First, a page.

This paper describes how we applied this methodology in the Blue Nile Basin. We consulted several national stakeholders and identified the ‘best-bet’ options as they are currently being promoted by the SLM program. A next step entailed the description and characterization of the options. Previous knowledge about bio-physical and socio-economic conditions influencing suitability was collated, while field studies were undertaken to increase our understanding of adoption of these options. Matching this characterization data with a spatial database allowed us to map the suitability and feasibility of rainwater management options and strategies. For the last stage, the impact assessment, we identified the most-likely-to-be-adopted strategy for each of the watersheds based on the feasibility maps. We translated this into maps compatible with the SWAT model.

Results from the impact assessment should eventually feed back into the assessment of alternative options. The framework is applicable in many different forms and settings. The steps can be gone through qualitatively in a multi-stakeholder setting while the process can also be done quantitatively. It has a wide applicability beyond the Blue Nile Basin.

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See the full proceedings of the NBDC Science meeting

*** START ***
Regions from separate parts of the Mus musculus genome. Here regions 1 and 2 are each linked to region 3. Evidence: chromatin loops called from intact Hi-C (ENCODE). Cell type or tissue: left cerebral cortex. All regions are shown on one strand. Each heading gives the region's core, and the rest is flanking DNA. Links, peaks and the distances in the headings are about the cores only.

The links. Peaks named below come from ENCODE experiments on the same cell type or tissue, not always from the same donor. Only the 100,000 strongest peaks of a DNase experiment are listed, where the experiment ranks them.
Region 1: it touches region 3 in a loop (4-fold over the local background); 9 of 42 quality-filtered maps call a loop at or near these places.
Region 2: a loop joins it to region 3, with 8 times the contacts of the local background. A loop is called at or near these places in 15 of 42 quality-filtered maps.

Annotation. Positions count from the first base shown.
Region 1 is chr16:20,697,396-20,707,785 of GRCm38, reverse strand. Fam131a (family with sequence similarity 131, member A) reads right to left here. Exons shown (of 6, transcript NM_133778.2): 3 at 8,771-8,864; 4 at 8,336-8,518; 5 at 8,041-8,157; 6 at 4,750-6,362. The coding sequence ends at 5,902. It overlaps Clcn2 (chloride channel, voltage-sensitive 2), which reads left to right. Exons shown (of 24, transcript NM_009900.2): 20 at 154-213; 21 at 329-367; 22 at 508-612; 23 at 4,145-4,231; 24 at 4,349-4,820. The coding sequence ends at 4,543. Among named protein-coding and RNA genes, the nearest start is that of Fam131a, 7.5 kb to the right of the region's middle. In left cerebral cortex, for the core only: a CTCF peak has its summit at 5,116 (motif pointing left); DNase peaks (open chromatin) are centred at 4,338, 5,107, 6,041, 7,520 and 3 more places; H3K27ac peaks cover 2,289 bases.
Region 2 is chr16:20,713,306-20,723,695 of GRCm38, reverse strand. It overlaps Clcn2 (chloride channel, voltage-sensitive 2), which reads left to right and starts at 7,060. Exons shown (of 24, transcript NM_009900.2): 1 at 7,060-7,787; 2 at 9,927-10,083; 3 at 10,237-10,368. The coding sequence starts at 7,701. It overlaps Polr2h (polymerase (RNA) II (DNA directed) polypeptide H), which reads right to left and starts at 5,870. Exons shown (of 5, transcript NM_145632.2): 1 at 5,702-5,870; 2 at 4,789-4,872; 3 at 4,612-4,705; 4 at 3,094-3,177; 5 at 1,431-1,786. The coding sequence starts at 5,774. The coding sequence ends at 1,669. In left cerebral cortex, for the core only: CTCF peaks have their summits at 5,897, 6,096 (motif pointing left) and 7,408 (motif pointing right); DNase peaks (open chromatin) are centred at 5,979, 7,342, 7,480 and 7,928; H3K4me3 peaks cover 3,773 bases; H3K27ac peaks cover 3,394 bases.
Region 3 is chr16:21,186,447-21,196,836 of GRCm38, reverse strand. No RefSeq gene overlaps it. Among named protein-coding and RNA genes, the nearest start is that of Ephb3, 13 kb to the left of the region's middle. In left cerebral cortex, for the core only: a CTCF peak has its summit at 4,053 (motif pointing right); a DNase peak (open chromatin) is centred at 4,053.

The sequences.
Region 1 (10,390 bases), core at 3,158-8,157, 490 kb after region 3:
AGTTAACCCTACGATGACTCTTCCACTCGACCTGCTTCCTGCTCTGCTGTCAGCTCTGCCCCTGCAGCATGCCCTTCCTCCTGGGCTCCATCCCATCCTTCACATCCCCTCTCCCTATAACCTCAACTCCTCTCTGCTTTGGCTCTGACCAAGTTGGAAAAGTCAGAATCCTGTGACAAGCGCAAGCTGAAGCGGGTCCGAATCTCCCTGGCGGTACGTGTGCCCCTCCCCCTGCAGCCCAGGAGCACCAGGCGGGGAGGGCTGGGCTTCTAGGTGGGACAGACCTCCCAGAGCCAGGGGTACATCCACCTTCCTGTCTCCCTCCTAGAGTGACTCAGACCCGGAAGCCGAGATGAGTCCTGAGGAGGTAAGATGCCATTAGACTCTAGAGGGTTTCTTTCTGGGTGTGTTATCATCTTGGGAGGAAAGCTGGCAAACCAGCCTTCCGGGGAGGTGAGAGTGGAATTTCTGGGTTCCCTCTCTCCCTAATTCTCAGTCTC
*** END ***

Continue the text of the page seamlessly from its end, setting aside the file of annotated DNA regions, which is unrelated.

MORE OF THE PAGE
This paper was first presented at the Nile Basin Development Challenge Science meeting. The NBDC Science meeting was held on 9 and 10 July 2013 at the ILRI-Ethiopia campus, with the objectives to exchange experiences and research results across NBDC scientists involved in the NBDC projects and to discuss challenges and possible solutions.

Understanding soil hydraulic properties is crucial for planning effective soil and water management practices.

A study was conducted to evaluate the effects of different biochar and charcoal treatments on soil-hydraulic properties of agricultural soils. Biochar and charcoal treatments were applied on 54, undisturbed soil-columns, extracted from three-elevation ranges, with replications along three transects. Daily weight losses of freely draining soil-columns and soil moisture contents, at five tensions, were measured. In addition, field infiltration tests and soil analyses for particle size distribution, bulk-density and organic carbon content were conducted. Moreover, five year event precipitation data, from the watershed, was analysed and exceedance probability of rainfall intensity was computed.